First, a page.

UK companies and organizations have been urged to bolster their defenses against potential Russian cyberattacks as Moscow masses military forces on the Ukrainian border.
Britain’s National Cyber Security Centre has directed organizations to take action “in response to the malicious cyber incidents in and around Ukraine,” saying recent attacks are “similar to a pattern of Russian behaviour seen before in previous situations.”
“While we are unaware of any specific cyber threats to UK organisations in relation to events in Ukraine, we are monitoring the situation closely and it is vital that organisations follow the guidance to ensure they are resilient,” said director of operations Paul Chichester.
The National Cyber Security Centre is part of UK signals intelligence agency GCHQ.
UK organizations should protect against potential attacks by patching their computer systems and enabling multi-factor authentication, the National Cyber Security Centre said. They should also ensure that online defenses are working as expected and keep up to date with the latest threat and mitigation information.
The recommendations are primarily aimed at larger organizations.
Scores of Ukrainian government websites were targeted earlier this month in a cyberattack that included text warning Ukrainians to “be afraid and wait for the worst” and alleging their personal information had been hacked. Ukraine claimed Russia was most likely behind the attack.
Cyber operations have been a recurring aspect of the conflict in Ukraine, which began when Russia annexed Crimea in 2014.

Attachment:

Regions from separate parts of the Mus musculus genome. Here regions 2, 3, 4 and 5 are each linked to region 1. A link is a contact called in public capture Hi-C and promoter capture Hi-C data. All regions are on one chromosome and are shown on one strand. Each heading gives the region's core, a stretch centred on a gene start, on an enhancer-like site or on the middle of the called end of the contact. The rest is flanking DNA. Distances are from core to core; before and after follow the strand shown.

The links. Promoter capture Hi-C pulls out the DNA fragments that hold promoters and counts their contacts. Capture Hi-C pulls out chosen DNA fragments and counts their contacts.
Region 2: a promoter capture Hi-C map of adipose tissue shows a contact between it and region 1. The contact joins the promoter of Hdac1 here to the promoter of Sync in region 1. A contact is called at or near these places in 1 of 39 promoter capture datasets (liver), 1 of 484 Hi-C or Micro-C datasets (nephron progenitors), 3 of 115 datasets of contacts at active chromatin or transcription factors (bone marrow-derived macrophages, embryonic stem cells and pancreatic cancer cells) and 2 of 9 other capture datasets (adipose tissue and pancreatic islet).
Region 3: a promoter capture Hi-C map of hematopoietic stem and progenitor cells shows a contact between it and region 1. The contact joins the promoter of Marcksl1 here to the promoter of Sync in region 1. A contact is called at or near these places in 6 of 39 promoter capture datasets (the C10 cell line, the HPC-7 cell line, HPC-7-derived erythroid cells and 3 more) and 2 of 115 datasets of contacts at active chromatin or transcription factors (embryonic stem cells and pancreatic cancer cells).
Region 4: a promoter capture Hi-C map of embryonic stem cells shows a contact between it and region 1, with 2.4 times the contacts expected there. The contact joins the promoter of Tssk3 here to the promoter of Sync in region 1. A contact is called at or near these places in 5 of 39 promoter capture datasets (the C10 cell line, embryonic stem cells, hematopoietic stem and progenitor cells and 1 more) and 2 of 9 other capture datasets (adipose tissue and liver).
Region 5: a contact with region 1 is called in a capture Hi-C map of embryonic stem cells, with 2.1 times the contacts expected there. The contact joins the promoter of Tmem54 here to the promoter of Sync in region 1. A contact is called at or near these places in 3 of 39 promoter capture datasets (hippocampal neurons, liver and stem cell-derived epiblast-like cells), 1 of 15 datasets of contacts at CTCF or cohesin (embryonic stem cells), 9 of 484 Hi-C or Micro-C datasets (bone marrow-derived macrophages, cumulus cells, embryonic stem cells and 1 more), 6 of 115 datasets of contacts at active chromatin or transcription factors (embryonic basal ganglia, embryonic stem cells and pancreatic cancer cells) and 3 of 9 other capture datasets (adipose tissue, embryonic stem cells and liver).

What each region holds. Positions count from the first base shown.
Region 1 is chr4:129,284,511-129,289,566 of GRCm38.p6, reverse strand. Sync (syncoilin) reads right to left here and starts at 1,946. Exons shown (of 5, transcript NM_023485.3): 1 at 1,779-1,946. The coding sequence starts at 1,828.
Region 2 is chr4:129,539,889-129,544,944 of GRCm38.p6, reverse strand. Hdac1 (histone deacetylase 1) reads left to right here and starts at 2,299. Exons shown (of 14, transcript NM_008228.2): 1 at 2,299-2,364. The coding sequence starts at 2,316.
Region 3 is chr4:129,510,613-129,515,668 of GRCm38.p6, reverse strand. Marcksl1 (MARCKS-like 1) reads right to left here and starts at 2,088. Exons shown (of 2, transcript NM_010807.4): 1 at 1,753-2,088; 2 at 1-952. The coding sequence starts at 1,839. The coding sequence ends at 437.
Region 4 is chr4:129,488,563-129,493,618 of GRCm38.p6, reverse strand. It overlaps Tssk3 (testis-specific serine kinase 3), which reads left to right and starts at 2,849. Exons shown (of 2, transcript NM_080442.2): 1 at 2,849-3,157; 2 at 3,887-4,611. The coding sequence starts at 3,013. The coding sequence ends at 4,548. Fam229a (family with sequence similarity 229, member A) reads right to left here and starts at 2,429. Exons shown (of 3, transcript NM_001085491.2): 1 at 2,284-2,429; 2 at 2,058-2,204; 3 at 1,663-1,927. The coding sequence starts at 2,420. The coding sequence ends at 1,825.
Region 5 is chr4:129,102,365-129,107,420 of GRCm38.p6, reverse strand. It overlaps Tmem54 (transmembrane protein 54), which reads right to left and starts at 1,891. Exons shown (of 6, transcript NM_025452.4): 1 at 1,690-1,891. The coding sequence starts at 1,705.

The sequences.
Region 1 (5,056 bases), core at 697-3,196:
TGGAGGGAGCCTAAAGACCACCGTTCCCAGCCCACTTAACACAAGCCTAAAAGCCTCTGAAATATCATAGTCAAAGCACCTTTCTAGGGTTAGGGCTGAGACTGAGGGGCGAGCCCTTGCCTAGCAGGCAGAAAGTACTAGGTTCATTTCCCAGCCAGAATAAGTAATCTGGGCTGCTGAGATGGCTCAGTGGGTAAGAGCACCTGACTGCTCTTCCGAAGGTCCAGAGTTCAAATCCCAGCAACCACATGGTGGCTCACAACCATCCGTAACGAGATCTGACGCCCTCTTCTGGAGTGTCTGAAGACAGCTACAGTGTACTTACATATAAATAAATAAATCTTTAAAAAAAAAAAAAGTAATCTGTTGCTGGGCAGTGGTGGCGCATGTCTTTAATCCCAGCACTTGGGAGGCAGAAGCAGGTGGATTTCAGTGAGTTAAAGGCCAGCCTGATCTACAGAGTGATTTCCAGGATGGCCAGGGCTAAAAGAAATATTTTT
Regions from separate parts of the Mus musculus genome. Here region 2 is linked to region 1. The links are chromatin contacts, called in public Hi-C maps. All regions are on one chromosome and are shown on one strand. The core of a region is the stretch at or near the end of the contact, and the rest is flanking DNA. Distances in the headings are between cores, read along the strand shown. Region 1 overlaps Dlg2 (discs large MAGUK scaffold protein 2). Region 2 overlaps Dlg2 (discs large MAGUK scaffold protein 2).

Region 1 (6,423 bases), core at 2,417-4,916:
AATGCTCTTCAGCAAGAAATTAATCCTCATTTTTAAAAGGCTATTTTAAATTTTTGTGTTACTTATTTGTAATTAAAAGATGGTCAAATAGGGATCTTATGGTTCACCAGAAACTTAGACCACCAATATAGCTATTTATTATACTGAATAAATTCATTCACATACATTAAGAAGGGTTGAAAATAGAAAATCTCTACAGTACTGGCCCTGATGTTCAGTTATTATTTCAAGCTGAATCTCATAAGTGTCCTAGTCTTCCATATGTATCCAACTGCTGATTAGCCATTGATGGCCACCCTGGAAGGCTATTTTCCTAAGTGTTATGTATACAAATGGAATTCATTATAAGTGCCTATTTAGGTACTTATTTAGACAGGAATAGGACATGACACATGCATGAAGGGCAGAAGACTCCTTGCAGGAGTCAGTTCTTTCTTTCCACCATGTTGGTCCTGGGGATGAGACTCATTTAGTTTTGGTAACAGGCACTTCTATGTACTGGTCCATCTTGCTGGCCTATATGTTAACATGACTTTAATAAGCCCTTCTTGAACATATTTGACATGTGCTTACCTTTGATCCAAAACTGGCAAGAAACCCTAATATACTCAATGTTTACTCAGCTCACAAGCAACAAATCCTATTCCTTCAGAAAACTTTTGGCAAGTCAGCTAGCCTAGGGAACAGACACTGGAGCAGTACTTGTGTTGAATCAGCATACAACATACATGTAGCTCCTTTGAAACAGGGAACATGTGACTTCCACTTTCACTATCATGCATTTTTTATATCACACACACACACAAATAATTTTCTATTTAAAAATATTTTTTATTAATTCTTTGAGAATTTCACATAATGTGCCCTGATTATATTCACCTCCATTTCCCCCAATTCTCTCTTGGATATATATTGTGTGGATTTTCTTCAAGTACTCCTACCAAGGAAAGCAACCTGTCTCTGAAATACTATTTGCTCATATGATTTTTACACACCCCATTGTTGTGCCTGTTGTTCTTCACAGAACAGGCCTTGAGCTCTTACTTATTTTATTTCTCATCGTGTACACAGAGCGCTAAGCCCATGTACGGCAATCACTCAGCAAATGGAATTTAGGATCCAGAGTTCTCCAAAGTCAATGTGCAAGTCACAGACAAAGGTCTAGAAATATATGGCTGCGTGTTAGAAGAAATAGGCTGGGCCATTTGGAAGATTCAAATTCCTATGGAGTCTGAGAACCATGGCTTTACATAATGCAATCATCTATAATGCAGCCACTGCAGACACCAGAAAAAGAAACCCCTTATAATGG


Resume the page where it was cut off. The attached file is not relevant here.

Suspected Russian hackers cut power in parts of Ukraine in 2015 and 2016, and unleashed devastating malware known as NotPetya in 2017 that began infecting organizations in Ukraine but spread globally, causing billions of dollars in damage. The US Justice Department blamed the incidents on Russia’s GRU military intelligence agency.
“Over several years, we have observed a pattern of malicious Russian behaviour in cyberspace. Last week’s incidents in Ukraine bear the hallmarks of similar Russian activity we have observed before,” Chichester said on Friday.
The United States is also on watch against potential cyberattacks as Russia masses troops on its border with Ukraine. Russia denies it is planning an invasion.
Russia would consider conducting a cyberattack on the United States if Moscow perceived that a US or NATO response to a potential Russian invasion of Ukraine “threatened [Russia’s] long-term national security,” according to a January 23 Department of Homeland Security intelligence bulletin obtained by CNN.
“Russia maintains a range of offensive cyber tools that it could employ against US networks — from low-level denials-of-service to destructive attacks targeting critical infrastructure,” said the memo, which was distributed to critical infrastructure operators and state and local governments.
President Joe Biden said at a recent press conference that the United States could respond with cyber operations of its own should Russia conduct additional cyberattacks in Ukraine.
— Sean Lyngaas and Sharon Braithwaite contributed reporting.